Birdwood bushfire emergency a timely reminder fire threat remains

CFS crews and volunteers continued to monitor the fire through Monday night and Tuesday. Photo: Carla Wiese-Smith
CFS crews and volunteers continued to monitor the fire through Monday night and Tuesday. Photo: Carla Wiese-Smith

A bushfire which posed an immediate threat to the town of Birdwood this week has highlighted the extended dry season across SA.

Just after 1.30pm on Monday, CFS crews were called to a blaze near Rathjen and Warren Roads, Birdwood, which was burning out of control and moving in a south, south-westerly direction towards the town.

An emergency warning was issued not long after advising residents to evacuate.

CFS senior media and communications officer Alison Martin said the fire – which was caused by a pump – was contained at about 4.45pm, after about 30 hectares had been burnt.

“It was in scrub and quite close to houses, thankfully CFS were able to contain it.”

About 23 appliances were in use at the height of the fire, and Ms Martin said four aircraft had delivered 28 drops.

On Tuesday, five appliances continued to monitor the fire.

Ms Martin said it was a timely reminder of the extremely dry conditions and that even in moderate weather, fires could start and progress quite quickly.

“Some of the fires in the past week have been started by ride-on mowers, slashers and pumps,” she said. 

“If people are doing these activities, they need to make sure they have water and (firefighting) equipment on hand should a fire start.”

Likewise, she urged farmers to take into account the codes of practice and to ensure water was on-site.

“On Wednesday we are looking at a potential of five fire bans across SA, including Mount Lofty Ranges,” she said.

“People need to make sure if they have conducted any vegetative burns recently, that they check up on them and make sure they are fully extinguished.”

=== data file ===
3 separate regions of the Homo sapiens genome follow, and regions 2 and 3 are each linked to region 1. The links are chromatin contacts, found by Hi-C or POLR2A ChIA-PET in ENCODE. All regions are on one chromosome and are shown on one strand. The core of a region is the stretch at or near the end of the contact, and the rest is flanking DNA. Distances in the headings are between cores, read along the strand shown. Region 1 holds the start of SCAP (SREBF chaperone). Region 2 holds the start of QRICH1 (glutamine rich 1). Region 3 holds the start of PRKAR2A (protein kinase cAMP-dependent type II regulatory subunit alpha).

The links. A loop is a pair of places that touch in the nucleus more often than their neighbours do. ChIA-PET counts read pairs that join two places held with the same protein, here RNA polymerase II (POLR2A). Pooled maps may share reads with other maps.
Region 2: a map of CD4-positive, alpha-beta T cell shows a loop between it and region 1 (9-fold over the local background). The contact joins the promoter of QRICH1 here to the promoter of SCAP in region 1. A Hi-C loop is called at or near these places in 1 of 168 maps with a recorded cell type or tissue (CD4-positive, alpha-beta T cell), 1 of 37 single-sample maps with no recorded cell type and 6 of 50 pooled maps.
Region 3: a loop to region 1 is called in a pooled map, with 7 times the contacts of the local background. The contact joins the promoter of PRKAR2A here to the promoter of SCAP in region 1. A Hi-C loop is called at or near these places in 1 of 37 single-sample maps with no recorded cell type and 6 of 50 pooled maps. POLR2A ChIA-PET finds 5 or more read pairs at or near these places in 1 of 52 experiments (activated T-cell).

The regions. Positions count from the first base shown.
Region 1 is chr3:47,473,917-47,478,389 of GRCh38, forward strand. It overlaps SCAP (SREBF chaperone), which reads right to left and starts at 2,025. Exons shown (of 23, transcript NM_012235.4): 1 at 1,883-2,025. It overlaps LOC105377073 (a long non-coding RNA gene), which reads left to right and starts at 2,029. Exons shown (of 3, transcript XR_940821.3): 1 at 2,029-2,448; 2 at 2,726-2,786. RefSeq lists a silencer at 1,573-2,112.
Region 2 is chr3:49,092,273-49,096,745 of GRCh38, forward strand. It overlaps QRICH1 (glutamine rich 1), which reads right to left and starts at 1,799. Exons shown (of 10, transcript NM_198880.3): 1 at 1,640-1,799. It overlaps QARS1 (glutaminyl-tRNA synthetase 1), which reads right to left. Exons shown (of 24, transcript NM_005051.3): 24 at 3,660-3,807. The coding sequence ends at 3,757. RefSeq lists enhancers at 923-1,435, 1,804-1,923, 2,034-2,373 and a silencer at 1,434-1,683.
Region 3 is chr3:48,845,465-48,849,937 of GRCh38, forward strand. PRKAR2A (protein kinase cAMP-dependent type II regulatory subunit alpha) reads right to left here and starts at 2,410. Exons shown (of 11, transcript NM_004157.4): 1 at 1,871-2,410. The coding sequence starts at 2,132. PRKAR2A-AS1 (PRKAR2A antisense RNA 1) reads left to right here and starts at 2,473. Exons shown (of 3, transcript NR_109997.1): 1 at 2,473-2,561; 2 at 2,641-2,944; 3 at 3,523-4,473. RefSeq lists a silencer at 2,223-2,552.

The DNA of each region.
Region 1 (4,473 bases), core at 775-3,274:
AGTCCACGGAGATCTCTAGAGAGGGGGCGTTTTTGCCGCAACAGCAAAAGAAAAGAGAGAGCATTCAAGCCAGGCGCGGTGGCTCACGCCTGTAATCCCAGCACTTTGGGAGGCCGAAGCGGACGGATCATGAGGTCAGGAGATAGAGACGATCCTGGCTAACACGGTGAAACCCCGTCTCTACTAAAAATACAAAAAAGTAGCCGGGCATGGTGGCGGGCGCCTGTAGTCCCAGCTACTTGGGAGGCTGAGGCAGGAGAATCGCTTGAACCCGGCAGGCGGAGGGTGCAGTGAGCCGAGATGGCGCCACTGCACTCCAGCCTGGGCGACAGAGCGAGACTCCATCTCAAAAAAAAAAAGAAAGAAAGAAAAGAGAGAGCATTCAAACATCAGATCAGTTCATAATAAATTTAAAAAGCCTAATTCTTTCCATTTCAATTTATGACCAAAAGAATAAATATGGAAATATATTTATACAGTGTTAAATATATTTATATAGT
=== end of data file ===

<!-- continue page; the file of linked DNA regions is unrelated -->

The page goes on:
The emergency warning at Birdwood prompted local schools to enact their fire evacuation plans – in the case of Birdwood High School, replacing a planned fire drill this week with the real deal.

“We were just (recently) talking about our evacuation procedures and running a drill this week … our drill has been replaced with a real one,” principal Heather Makris said.

Teachers are generally given the heads up a drill will be run in a prescribed period.

“They were asking ‘this is a real one, isn’t it?’” Ms Makris said.

The students were at lunch when they noticed smoke coming their way.

“We’re quite fortunate that we’ve got some students who are CFS volunteers,” she said.

“Then we had messages come through from the department and CFS … we immediately coordinated with the primary school.

“The students were fantastic; it was the middle of lunch and they (student volunteers and leaders) rounded up all the students, we had the bells going and they knew it was the evacuation procedure and to go to the gymnasium.

“At that time, we let parents know we had enacted our evacuation procedures.”

Ms Makris said she was immensely proud of her student leaders who stepped up to assist staff in making sure students were comfortable and monitoring those which might have first aid requirements.

Despite the evacuation, Ms Makris said students actually left school for the day on time.

“We worked with the Department for Education and CFS in relation to bus routes, two routes were altered as a result,” she said.

“All parents received a message to inform them the buses had departed; as a result, I believe the delay was between two to five minutes from our usual time.

“It was a very well coordinated process and I would like to thank the community for their support.”